In the case of spirometry, after taking the deepest possible breath, there are two values used most often:
- FVC (forced vital capacity) is the total volume of air that the person can exhale. There will still be some air in the lungs even after exhaling to the max possible.
- FEV1 (Forced Expiratory Volume in 1 second) is how much air a person can exhale in 1 second when trying to exhale as fast as they can. As you can see below, since the normal ratio of FEV1/FVC is 0.8, the majority of air can be expelled within one second normally.
Obstructive lung pathology, for example what happens in asthma and COPD, reduces the ability to rapidly expel air due to "air trapping" and therefore the FEV1 drops.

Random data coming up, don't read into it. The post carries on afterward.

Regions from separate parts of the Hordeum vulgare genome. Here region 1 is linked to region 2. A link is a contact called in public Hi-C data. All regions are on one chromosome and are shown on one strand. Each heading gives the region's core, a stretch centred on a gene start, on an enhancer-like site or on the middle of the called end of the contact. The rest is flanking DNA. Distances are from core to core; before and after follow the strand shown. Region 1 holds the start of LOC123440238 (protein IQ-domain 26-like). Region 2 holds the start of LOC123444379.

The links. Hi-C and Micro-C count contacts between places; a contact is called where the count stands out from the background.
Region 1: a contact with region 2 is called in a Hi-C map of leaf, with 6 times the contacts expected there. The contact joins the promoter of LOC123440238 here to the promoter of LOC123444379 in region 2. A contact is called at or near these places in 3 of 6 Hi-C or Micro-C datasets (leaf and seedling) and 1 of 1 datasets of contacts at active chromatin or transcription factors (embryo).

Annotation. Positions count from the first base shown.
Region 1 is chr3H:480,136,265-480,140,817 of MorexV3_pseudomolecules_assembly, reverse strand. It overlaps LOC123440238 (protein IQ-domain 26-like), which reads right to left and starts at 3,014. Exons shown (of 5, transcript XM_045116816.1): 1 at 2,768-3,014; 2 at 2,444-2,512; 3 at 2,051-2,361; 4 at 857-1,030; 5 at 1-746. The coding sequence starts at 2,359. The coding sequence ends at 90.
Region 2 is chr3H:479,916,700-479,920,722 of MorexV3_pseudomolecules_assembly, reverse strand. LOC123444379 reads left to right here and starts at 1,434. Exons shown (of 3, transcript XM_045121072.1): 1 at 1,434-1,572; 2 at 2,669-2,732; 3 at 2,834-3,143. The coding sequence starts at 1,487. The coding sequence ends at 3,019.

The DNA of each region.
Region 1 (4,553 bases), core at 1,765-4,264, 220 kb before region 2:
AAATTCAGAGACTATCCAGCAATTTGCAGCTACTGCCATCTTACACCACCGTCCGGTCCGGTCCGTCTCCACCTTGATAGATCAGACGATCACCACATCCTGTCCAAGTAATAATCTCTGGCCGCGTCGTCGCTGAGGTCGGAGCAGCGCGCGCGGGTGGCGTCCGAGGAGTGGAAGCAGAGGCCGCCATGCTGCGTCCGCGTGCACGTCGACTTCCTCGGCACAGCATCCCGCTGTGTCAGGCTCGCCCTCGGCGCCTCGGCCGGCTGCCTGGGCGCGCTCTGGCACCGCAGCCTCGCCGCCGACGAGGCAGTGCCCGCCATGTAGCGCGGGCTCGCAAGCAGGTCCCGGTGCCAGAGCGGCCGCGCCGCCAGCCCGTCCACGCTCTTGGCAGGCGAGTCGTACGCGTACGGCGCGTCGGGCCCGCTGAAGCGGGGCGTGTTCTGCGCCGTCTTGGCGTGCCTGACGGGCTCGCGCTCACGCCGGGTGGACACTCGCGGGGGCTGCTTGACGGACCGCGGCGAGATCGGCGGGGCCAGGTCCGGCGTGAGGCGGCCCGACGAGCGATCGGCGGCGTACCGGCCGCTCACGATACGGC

Restrictive patterns like fibrosis do not have that kind of air trapping, so the FEV1/FVC ratio is normal or even higher than normal - but FEV1 is lower because the overall lung volume is lower due to the restrictive pathology.
(Of course this is a simplification; there are mixed patterns and fine details that are out of scope of this question.)
Your actual question about why exactly 1 second as opposed to 0.5 or 1.5 is most likely not answerable beyond the above. Often during research on topics, values are chosen because they are simple to use, and then stick. There are a number of odd values in physiology that were chosen by someone who researched it and now we all memorize it.